Tag Archives: First Amendment

The People vs. Democracy?


What is Populism?, Author: Jan-Werner Mueller.

By Jan-Werner Mueller – The election result in Italy, where populists and far-right parties topped the polls, following the twin disasters of Brexit in the United Kingdom and Donald Trump’s election in the United States, seems certain to harden a common liberal belief: the people brought these calamities on themselves. “Ordinary citizens,” according to this view, are so irrational and ill-informed that they make terrible choices.

Such diagnoses are deeply mistaken. By focusing on individual citizens’ beliefs, they miss the structural reasons for today’s threats to democracy. As a result, they are also bound to yield the wrong practical lessons. If one really believes voters are incompetent or illiberal, the obvious next step is to take even more decision-making power away from them.

The problem starts when citizens view every issue purely as a matter of partisan identity, so that the credibility of climate science, for example, depends on whether one is a Republican or a Democrat. It gets worse when partisan identity becomes so strong that no arguments from or about the legitimacy of the other side ever get through.

Trump was not elected as the candidate of a grassroots movement of globalization’s angry white losers, but as the leader of an establishment party. Long before Trump, that party – and its cheerleaders in the right-wing media – had started to demonize its opponents and effectively told its followers that they could never opt for “European-style socialists” and other un-American abominations under any circumstances. Thus, Republicans who readily admitted that Trump was not qualified to be president voted for him anyway.

In the US, polarization is not an objective reflection of given cultural differences; it has at least partly been a conscious elite project to divide the country for political advantage and sometimes even personal profit. more>


Tech Vs. Democracy

By Guy Verhofstadt – In an age when most people get their news from social media, mafia states have had little trouble censoring social-media content that their leaders deem harmful to their interests. But for liberal democracies, regulating social media is not so straightforward, because it requires governments to strike a balance between competing principles.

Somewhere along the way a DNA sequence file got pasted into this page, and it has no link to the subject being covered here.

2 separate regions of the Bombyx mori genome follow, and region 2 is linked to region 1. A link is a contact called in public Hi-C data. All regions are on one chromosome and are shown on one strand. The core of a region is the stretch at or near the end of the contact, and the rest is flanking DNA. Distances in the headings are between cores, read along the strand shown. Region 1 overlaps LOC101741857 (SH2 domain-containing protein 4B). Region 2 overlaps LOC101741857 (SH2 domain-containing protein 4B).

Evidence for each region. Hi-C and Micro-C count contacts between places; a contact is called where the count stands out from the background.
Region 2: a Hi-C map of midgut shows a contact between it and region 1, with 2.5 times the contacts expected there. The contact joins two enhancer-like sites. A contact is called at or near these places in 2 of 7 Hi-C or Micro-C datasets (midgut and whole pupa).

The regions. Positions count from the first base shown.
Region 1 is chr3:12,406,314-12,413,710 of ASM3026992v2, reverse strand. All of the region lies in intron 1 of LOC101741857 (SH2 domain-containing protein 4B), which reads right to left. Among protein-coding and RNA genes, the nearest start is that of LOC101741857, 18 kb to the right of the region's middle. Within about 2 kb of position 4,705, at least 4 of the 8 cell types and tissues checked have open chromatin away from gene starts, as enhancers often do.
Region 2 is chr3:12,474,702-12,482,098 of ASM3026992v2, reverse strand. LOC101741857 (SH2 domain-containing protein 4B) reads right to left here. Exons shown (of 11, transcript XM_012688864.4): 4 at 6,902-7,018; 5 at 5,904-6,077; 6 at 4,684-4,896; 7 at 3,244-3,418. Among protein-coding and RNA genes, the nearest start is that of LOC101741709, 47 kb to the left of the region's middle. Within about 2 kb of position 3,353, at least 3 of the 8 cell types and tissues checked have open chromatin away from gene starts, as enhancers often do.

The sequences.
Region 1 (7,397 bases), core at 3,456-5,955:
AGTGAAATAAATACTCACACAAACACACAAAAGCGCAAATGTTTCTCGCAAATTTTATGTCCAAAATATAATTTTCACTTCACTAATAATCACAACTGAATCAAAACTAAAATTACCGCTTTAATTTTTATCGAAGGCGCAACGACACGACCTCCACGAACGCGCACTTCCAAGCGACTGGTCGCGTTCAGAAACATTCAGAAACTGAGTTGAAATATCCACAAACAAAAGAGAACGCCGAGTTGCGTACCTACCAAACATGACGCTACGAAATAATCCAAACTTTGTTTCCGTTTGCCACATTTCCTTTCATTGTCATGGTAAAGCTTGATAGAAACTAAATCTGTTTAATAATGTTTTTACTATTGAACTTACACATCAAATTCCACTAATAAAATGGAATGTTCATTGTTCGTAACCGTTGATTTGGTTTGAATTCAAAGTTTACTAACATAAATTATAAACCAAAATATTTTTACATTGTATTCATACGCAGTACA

After all, social-media platforms not only play a crucial role as conduits for the free flow of information; they have also faced strong criticism for failing to police illegal or abusive content, particularly hate speech and extremist propaganda.

These failings have prompted action from many European governments and the European Union itself. The EU has now issued guidelines for Internet companies, and has threatened to follow up with formal legislation if companies do not comply. As Robert Hannigan, the former director of the British intelligence agency GCHQ, recently observed, the window for tech companies to reform themselves voluntarily is quickly closing.

In fact, Germany has already enacted a law that will impose severe fines on platforms that do not remove illegal user content in a timely fashion. more>


Brookings experts on Trump’s National Security Strategy

Brookings Institution – The United States was born of a desire for life, liberty, and the pursuit of happiness—and a conviction that unaccountable political power is tyranny.

For these reasons, our Founders crafted and ratified the Constitution, establishing the republican form of government we enjoy today. The Constitution grants our national government not only specified powers necessary to protect our God-given rights and liberties but also safeguards them by limiting the government’s size and scope, separating Federal powers, and protecting the rights of individuals through the rule of law. All political power is ultimately delegated from, and accountable to, the people.

We protect American sovereignty by defending these institutions, traditions, and principles that have allowed us to live in freedom, to build the nation that we love. And we prize our national heritage, for the rare and fragile institutions of republican government can only endure if they are sustained by a culture that cherishes those institutions.

We are committed to protecting the rights and dignity of every citizen. And we are a nation of laws, because the rule of law is the shield that protects the individual from government corruption and abuse of power, allows families to live without fear, and permits markets to thrive.

Our founding principles have made the United States of America among the greatest forces for good in history.

The United States will respond to the growing political, economic, and military competitions we face around the world.